• Stay physically active! Weight-bearing and resistance exercises are shown to help prevent osteoporosis. These include walking, dancing, running, and lifting weights. (Talk to your healthcare professional before starting an exercise program.)
  • Eat well. The average diet provides some of the recommended calcium for adults. See below for some examples of calcium-rich options you can add to your day.
  • Supplement with care. The right calcium supplement accounts for the calcium you’re already getting from food—without over delivering.

Calcium in Non-Dairy Foods

Dairy products are a good source of calcium, sure. But did you know that about 65% of adults in the world have lactose intolerance? This means many of us do not digest milk or dairy products well—so we can’t comfortably rely on milk products for dietary calcium. In addition, some people follow vegan, plant-based diets, so would not be getting calcium from dairy.

Fortunately, calcium is present in many non-dairy foods such as dark leafy greens, legumes, fish with bones, as well as calcium- fortified juice or cereal. Here are some examples of calcium levels in these foods.

Calcium-Rich Foods

Amount of Calcium

Tofu, prepared with calcium (1/2 cup)

434 mg

Orange juice, calcium fortified (1 cup)

349 mg

Collard Greens, cooked (1 cup)

122 mg

Kale, cooked (1 cup)

95 mg

Dried Beans, cooked or canned (1 cup)

180 mg

Sardines, canned, with bones (3 ounces)

325 mg

Salmon, canned, with bones (3 ounces)

180 mg

Almonds (1/4 cup)

100 mg

Sources for nutrition data: Cleveland Clinic, Dietary Guidelines 2015-2020

Sustainable Sourcing of Plant-Based Calcium

Bone Strength New Chapter

Photo courtesy of New Chapter

Because plant calcium is a whole food, it can be sourced sustainably; the Red Marine Algae (Lithothamnion) used by New Chapter grows in the pristine waters off the coast of Iceland. It is allowed to mature naturally, then harvested from its marine habitat while leaving the young, living plants untouched. In this way, they utilize calcium from responsibly wild-crafted plants, not rocks.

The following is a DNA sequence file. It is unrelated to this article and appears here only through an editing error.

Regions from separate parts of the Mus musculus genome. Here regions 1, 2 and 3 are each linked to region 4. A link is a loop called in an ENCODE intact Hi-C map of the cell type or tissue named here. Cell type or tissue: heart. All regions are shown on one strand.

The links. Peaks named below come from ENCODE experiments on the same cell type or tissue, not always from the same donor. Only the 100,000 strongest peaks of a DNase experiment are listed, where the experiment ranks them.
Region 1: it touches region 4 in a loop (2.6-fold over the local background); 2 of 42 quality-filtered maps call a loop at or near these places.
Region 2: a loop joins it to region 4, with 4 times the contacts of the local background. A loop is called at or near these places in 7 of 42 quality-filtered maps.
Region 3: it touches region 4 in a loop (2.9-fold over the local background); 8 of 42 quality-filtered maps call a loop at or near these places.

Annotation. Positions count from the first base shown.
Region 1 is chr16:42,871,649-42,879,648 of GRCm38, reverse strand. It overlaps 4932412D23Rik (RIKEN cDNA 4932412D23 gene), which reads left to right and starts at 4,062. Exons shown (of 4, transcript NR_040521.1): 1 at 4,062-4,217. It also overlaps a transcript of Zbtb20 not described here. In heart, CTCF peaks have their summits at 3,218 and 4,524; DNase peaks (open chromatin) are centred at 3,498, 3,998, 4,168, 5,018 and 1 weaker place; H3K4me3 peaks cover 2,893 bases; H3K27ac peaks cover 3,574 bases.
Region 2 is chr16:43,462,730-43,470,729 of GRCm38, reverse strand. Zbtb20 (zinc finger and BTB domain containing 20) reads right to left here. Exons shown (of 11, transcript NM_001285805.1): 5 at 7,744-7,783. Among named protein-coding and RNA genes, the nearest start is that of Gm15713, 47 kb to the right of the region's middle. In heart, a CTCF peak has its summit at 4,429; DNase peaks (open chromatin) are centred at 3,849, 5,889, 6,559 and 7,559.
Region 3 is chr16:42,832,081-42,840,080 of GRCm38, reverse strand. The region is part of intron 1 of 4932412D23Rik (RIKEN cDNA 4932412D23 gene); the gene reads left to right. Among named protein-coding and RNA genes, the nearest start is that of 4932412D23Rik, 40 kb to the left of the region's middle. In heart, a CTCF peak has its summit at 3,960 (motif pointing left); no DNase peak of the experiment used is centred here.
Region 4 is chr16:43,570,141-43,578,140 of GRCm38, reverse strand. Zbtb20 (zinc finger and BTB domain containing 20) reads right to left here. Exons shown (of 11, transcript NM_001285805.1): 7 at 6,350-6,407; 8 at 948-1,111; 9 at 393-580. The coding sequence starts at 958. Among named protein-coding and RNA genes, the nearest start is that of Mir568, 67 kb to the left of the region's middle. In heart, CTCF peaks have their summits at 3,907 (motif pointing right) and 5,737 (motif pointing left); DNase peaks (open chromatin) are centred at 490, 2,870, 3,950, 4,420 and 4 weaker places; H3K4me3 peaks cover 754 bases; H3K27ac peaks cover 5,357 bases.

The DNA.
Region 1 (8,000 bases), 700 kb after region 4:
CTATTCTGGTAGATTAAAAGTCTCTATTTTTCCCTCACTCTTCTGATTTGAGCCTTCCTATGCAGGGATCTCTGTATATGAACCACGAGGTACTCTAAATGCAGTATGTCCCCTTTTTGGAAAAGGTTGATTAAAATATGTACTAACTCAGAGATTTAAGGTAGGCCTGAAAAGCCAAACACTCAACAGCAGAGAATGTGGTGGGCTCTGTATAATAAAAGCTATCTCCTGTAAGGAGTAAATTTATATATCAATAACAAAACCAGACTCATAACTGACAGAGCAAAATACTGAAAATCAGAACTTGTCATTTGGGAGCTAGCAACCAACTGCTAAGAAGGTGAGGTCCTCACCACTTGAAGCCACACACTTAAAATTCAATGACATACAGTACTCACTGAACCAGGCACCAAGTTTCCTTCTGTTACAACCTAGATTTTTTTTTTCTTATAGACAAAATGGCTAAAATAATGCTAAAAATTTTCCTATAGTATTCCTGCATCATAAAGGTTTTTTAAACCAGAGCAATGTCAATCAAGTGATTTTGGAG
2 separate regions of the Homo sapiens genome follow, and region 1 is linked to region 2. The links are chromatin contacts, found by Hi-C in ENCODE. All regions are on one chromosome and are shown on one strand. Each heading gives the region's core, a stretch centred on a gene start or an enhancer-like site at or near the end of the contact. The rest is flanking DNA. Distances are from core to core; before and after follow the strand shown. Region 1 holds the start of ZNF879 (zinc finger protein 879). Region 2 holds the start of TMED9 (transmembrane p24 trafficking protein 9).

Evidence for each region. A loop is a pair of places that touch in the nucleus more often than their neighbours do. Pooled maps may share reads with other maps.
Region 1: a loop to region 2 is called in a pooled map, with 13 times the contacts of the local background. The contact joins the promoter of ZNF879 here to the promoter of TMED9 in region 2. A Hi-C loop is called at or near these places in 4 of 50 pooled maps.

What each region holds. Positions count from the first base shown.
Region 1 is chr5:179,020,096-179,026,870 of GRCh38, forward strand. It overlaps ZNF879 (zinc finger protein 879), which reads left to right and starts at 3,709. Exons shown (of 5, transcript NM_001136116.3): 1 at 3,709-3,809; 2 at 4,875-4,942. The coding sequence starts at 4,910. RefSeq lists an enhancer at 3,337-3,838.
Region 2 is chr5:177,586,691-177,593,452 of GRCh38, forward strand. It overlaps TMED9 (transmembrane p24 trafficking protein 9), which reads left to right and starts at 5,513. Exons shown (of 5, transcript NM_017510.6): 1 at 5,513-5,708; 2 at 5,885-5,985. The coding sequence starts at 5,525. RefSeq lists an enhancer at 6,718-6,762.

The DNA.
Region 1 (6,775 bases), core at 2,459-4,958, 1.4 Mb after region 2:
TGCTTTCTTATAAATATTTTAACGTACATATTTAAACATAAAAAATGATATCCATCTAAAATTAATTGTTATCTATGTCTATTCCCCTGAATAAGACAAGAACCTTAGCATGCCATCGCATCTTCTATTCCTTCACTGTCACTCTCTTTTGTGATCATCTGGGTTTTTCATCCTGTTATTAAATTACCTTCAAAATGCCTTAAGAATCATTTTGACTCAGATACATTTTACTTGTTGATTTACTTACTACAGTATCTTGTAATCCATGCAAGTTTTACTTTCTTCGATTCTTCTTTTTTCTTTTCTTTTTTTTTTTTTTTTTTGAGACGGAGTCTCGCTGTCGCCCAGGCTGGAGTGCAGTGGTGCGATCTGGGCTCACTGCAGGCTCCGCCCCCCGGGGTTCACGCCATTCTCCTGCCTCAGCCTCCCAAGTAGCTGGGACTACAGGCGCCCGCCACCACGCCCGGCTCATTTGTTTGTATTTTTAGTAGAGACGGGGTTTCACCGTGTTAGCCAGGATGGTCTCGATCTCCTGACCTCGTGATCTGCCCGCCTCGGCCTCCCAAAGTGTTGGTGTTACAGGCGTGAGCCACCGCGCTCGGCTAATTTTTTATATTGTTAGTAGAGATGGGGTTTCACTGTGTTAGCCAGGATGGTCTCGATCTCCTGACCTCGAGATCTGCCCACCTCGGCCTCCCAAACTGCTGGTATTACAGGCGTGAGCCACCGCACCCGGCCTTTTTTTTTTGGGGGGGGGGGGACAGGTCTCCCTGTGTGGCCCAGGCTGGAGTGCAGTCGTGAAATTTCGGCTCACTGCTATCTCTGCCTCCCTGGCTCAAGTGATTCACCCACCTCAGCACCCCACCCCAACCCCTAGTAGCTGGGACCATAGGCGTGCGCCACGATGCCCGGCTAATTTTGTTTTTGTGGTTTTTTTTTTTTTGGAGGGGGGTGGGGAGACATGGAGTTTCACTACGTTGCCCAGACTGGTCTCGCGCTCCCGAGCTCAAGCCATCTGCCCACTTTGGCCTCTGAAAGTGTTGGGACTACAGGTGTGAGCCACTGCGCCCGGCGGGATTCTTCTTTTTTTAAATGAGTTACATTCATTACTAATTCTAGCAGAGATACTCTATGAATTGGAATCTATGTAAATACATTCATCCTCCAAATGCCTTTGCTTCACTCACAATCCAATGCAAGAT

Is Plant-Based Calcium Better Than Other Types?

Calcium carbonate that is not from plants is typically derived from limestone rock (essentially chalk) and it has a flat, basic architecture that lacks other bone-supportive nutrients. Plant calcium is different. It’s complex and porous, containing an intricate matrix of minerals in a natural honeycomb structure. It supports bone health holistically, with whole-food Calcium, Magnesium, and 70 important trace minerals (also including Strontium and Silica).

How to Maximize Absorption of Calcium

Potentially as important as the source of calcium is whether it’s formulated for your body to really absorb. The addition of Vitamins D3 and K2 help your body maximize absorption of the calcium and direct it to the bones where it’s supposed to be.

So how do you choose the most absorbable calcium? By making sure you’re choosing a calcium-vitamin blend that also includes K2 and D3. Think of Calcium as the bricks, and Vitamins K2 and D3 as the mortar. It’s ideal to have them together—as in Bone Strength Take Care.

Is ‘Too Much Calcium’ A Problem?

Calcium is important, but excess doses of calcium are not recommended. As noted above, the right calcium supplement accounts for calcium you’re already getting from food (which is recommended to be around 1000-1200 mg a day for adults). You don’t need more than that on a regular basis.

This post is courtesy of New Chapter. These statements have not been evaluated by the Food and Drug Administration. This product is not intended to diagnose, treat, cure, or prevent any disease.

Comments Welcome

Your email address will not be published. Required fields are marked *

This site uses Akismet to reduce spam. Learn how your comment data is processed.